Samantha Smith, a Google spokeswoman, said the company respects copyright. “Last year we took down 5 million infringing Web pages from our search results,” she said in an e-mail yesterday.
Murdoch represents a “radioactive” brand and his comments are “terrible timing” for supporters of the anti-piracy legislation, Kersh of New York University said.
“As supervisor of a media empire that is best known at present for hacking into people’s personal phone accounts, this is not someone you want arguing for more government involvement in the lives of the public,” Kersh said.
The Senate is scheduled to hold a procedural vote Jan. 24 to see whether there is enough support to begin debate on its version of the legislation bill.
Representative Lamar Smith, who heads the House Judiciary Committee, said he expects his panel to resume consideration of the House bill in February. The panel began debating the measure in a December session and members offered about 60 amendments.
Smith called the protest by Wikipedia and others a “publicity stunt” that “does a disservice to its users by promoting fear instead of facts,” according to an e-mailed statement yesterday.
David Drummond, Google’s chief legal officer, said the bills “would grant new powers to law enforcement to filter the Internet.”
“We know from experience that these powers are on the wish list of oppressive regimes throughout the world,” David Drummond said in a blog post today.
Facebook’s Washington page has a tab today that says the anti-piracy legislation could “create very real problems for Internet companies like ours that are a primary driver of innovation, growth, and job creation in the 21st century economy.” Facebook is encouraging users to share the tab with friends and provides a way to write members of Congress.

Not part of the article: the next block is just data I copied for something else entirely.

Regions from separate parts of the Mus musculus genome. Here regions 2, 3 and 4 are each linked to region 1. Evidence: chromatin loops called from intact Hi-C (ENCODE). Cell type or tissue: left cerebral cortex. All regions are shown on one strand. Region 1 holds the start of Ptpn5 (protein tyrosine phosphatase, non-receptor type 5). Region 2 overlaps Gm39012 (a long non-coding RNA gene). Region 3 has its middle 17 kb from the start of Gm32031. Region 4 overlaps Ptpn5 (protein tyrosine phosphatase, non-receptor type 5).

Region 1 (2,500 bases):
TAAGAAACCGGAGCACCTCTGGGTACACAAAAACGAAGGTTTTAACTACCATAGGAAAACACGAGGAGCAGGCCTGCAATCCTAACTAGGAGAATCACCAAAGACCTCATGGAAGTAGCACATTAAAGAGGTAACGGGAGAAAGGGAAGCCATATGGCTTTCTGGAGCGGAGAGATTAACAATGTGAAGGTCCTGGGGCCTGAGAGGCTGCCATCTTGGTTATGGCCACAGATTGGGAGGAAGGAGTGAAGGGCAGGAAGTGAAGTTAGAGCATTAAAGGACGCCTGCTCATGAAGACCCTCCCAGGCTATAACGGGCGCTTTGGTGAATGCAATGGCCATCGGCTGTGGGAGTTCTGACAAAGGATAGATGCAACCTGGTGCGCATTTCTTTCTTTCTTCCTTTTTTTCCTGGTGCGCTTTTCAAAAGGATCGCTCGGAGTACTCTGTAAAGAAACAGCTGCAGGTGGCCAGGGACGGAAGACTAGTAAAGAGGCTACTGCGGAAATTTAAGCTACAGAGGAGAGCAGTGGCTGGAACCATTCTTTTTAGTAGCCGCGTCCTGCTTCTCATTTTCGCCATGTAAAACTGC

Matt Graves, a Twitter spokesman, didn’t respond to an e-mail seeking comment.
The administration of President Barack Obama cast some doubt over the legislation’s prospects on Jan. 14, saying in a blog post that it wouldn’t support measures that encourage censorship or disrupt the structure of the Internet.
The blog post, signed by three White House technology officials, marked the administration’s most significant foray into a fight between content creators and Web companies that has been playing out in Congress.
Obama, who draws support from both Hollywood and the Internet industry, is trying to “steer a line” between the competing interests, Kersh said.
The president received $1.34 million in campaign donations from employees of the computer and Internet industries since January 2011, according to the Center for Responsive Politics, a Washington-based group that tracks political giving. Obama received $1.02 million from workers in the television, movie and music industries during the same period.
Smith, the Judiciary Committee chairman, said Jan. 13 that he would remove a provision from his bill that would require Internet-service providers, when ordered by a court, to block access to non-U.S. websites offering pirated content.
Senator Patrick Leahy , a Vermont Democrat who leads the Senate Judiciary Committee, said Jan. 12 that he’s willing to consider dropping a similar provision from the bill he sponsored. Opponents say such website-blocking may harm the stability of the Internet’s domain-name system.
The Senate measure, S. 968, cleared Leahy’s committee in May. The House bill is H.R. 3261.